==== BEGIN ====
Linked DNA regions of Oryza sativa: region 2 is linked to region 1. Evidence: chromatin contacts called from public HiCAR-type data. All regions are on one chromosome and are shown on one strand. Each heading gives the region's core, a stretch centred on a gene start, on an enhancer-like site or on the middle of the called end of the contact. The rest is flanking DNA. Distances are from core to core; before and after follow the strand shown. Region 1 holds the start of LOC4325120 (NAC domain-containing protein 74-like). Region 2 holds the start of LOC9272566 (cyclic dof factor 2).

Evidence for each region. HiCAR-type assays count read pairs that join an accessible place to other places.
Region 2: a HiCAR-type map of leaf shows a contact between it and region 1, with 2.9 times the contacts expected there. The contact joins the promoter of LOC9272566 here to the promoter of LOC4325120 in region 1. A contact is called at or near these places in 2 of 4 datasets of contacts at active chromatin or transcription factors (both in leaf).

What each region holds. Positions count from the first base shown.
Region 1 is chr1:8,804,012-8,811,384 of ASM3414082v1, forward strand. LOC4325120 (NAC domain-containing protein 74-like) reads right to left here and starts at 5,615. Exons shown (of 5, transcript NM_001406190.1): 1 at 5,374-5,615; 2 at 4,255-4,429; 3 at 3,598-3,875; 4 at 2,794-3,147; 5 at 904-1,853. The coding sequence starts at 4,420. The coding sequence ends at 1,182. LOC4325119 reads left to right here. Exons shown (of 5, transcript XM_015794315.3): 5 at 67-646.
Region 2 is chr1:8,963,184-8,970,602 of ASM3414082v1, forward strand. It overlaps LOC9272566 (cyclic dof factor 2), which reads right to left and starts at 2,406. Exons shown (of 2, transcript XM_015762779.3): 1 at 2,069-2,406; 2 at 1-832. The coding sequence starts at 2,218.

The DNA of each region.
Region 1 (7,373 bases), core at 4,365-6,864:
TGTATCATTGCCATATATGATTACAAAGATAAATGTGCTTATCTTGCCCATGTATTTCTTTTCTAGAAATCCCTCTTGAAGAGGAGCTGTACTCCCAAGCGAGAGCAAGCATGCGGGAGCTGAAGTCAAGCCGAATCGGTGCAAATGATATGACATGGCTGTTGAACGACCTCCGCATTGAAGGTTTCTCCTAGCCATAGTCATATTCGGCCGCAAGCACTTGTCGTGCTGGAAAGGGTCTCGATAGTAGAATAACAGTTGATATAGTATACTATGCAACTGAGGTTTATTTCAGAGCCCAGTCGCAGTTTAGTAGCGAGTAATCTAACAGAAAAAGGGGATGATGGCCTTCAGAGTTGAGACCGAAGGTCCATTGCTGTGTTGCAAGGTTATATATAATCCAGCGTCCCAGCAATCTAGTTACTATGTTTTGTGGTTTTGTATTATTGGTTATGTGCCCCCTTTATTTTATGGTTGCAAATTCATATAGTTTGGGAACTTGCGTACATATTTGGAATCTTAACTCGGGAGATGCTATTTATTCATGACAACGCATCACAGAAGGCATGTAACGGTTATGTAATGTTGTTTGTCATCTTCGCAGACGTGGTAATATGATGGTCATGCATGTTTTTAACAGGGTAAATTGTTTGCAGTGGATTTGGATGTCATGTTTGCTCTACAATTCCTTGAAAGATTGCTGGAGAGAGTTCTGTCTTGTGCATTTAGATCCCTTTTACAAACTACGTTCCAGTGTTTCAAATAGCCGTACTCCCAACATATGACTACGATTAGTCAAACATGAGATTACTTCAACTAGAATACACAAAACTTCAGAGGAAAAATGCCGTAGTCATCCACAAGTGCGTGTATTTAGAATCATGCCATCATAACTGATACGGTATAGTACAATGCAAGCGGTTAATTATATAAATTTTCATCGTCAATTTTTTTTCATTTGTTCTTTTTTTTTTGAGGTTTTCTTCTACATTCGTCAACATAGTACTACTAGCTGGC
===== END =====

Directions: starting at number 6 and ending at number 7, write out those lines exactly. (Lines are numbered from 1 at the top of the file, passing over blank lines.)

Region 2 is chr1:8,963,184-8,970,602 of ASM3414082v1, forward strand. It overlaps LOC9272566 (cyclic dof factor 2), which reads right to left and starts at 2,406. Exons shown (of 2, transcript XM_015762779.3): 1 at 2,069-2,406; 2 at 1-832. The coding sequence starts at 2,218.

The DNA of each region.